Gone is the ball-screen motion offense of a year ago and in its place is a scheme more focused on constant movement.
“This year there’s a lot more ball movement, a lot more player movement,” senior Sam Thompson said. “I think the ball will be moving from side to side much more than it did last year.”
That worked well against the River Hawks to the tune of 92 points, and while the level of competition is sure to increase going forward, the Buckeyes hope that their new style continues to lead to the type of balanced scoring that they got against UMass-Lowell. Five different players had double figures on Nov. 14 while senior point guard Shannon Scott was just short with nine.
“I think we succeeded in a lot of our offense in the UMass-Lowell game, but there’s still a couple of things that we’ve got to improve on, but for the most part we got a good feel for how we are going to run our offense this year, so we really liked that,” Scott said.
Not only was everyone getting involved in the scoring against the River Hawks, everyone was passing also. Ohio State recorded 20 assists in their opener, 11 by Scott, and the mindset of constant ball movement led to an unselfish attitude and a number of extra passes. Scott’s one 3, for example, came after freshman D’Angelo Russell passed up an open look to get the point guard an even better one.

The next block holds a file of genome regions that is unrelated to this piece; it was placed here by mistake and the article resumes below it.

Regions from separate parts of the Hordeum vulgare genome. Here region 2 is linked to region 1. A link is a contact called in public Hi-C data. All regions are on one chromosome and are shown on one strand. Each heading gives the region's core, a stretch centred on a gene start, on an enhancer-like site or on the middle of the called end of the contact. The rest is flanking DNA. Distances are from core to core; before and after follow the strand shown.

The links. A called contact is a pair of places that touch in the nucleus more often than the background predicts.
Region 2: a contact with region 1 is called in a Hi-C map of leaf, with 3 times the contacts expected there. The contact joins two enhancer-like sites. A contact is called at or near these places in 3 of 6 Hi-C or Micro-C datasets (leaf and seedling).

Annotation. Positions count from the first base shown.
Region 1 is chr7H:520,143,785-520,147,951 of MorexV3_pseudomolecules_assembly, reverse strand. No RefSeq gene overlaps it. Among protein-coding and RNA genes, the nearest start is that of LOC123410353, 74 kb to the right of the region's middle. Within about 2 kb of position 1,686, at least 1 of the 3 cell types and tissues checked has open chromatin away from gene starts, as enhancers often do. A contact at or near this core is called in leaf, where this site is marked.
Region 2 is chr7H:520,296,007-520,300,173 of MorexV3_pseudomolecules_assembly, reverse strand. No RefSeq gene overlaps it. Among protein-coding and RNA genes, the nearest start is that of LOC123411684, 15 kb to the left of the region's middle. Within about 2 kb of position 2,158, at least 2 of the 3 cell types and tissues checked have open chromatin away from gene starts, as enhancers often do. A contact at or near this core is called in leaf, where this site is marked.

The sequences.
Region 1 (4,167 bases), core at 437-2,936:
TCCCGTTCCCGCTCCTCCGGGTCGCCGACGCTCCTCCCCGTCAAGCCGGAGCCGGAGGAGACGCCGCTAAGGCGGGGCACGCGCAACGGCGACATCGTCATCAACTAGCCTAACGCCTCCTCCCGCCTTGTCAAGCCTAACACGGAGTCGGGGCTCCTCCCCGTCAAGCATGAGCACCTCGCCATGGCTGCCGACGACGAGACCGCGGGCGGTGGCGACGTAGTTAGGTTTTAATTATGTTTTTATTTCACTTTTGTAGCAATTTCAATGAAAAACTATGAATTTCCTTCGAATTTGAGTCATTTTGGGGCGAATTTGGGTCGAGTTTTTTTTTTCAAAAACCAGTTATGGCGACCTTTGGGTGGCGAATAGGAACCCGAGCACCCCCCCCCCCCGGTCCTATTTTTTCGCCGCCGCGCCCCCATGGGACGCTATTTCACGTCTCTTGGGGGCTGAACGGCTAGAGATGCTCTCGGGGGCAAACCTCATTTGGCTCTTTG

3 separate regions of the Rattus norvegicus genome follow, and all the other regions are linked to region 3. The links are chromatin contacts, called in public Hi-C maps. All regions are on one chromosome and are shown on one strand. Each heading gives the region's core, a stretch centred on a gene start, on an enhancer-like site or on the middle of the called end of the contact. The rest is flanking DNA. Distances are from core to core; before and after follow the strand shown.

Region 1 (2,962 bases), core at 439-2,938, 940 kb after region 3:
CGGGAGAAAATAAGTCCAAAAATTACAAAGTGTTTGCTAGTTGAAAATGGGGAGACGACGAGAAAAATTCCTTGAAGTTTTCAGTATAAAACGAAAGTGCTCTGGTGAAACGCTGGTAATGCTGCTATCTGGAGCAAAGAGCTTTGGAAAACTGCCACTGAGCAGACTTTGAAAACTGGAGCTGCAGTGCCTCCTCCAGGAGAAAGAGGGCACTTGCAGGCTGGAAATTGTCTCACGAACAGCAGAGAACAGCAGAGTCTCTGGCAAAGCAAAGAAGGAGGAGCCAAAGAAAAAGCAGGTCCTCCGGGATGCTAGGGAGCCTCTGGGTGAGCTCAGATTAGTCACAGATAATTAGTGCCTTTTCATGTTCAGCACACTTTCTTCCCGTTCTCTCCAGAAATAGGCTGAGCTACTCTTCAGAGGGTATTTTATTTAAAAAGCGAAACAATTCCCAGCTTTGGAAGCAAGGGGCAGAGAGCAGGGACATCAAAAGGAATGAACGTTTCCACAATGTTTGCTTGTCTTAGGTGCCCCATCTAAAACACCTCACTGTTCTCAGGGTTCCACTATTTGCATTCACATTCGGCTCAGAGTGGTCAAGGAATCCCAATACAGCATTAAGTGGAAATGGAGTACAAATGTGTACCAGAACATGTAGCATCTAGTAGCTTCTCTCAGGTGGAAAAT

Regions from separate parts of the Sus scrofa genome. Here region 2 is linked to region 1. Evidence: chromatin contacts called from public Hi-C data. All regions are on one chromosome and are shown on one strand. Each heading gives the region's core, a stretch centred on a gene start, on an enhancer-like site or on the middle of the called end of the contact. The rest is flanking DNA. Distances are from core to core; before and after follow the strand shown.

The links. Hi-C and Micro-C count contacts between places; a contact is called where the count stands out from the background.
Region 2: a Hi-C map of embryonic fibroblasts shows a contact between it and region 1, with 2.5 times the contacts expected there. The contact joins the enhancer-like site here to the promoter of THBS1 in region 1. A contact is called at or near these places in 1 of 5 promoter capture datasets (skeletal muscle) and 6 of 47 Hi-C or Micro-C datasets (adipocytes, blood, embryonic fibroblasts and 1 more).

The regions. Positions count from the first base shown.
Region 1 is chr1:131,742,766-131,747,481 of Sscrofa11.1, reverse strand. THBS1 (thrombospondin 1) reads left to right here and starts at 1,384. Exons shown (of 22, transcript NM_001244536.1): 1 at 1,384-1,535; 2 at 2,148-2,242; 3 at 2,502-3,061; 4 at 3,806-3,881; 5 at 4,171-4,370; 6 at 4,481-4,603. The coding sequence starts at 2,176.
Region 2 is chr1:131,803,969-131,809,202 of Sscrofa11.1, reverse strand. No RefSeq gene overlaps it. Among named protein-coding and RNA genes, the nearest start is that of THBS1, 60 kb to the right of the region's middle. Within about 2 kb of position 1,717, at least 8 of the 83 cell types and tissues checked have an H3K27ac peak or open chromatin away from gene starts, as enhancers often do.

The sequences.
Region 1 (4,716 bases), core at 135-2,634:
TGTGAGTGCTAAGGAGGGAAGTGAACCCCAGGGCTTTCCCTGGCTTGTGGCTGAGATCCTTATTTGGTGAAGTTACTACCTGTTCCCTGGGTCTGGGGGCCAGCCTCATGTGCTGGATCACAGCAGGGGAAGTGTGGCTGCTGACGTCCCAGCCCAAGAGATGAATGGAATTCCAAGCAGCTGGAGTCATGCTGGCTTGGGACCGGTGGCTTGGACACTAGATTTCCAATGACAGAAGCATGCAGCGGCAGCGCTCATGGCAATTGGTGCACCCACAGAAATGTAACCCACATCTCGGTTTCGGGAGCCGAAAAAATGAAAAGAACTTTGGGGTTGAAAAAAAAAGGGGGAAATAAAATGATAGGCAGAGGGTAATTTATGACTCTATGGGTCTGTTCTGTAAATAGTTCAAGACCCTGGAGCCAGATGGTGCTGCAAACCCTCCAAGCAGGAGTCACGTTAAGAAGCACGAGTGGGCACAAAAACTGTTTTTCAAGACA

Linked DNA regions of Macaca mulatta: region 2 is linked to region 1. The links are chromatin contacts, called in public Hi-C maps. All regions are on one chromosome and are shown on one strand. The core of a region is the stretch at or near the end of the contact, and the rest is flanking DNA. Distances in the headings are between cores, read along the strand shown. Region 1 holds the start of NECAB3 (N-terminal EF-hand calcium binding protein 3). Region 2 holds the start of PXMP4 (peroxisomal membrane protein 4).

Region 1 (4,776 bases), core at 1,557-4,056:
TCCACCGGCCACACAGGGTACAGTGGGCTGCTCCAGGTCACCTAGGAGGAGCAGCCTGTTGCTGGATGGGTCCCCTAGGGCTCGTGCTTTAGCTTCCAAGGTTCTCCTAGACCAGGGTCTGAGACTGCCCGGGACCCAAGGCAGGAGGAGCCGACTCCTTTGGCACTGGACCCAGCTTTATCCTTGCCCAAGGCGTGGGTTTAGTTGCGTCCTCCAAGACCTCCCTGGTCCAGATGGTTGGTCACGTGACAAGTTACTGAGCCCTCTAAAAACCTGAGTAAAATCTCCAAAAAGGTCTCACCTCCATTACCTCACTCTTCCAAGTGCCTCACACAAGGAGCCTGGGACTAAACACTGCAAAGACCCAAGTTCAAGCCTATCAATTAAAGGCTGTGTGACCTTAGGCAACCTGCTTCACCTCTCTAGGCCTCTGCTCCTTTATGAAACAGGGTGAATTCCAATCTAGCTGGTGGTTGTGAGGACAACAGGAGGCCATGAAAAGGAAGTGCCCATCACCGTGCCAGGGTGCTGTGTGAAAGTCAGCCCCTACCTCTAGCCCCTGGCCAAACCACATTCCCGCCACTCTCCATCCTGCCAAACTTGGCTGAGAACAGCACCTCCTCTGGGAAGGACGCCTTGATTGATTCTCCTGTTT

“Basketball is a lot more fun when you share the ball,” sophomore Marc Loving said. “We feel like that as a team, just making the extra pass is second nature to us. We want to get that wide open 3, or the best shot we can and when we’re all on the same page it’s pretty tough for opponents to defend against.”
That sharing led to a lot of 3-point chances against UMass-Lowell as the Buckeyes hit 9-of-22 attempts from distance. That’s more attempts than Ohio State averaged last season (17.6) and the team connected on a higher percentage (40.9 to 32.4).
The addition of Russell and redshirt freshman Kam Williams will bolster the outside shooting this season while reports from practice indicate Thompson and Scott have both improved their outside strokes. However, the Buckeyes want to be careful that they don’t get too trigger-happy from deep and neglect the need to get the ball inside.
Ohio State only attempted nine free-throws against Walsh and 15 against UMass-Lowell. They hit 16 of them, just 67 percent.
“I think the reason that we didn’t shoot so many, I think we were settling a lot,” Scott said. “Our team’s 3-point shooting is a great asset to our team, so we are going to continue to do that, but we need to sometimes get to the rim and get fouls on their players and get them out of the game and get them going as well.”
While more free-throws would be welcome, the Buckeyes were largely happy with their first look at their new-look offense against the Cavaliers.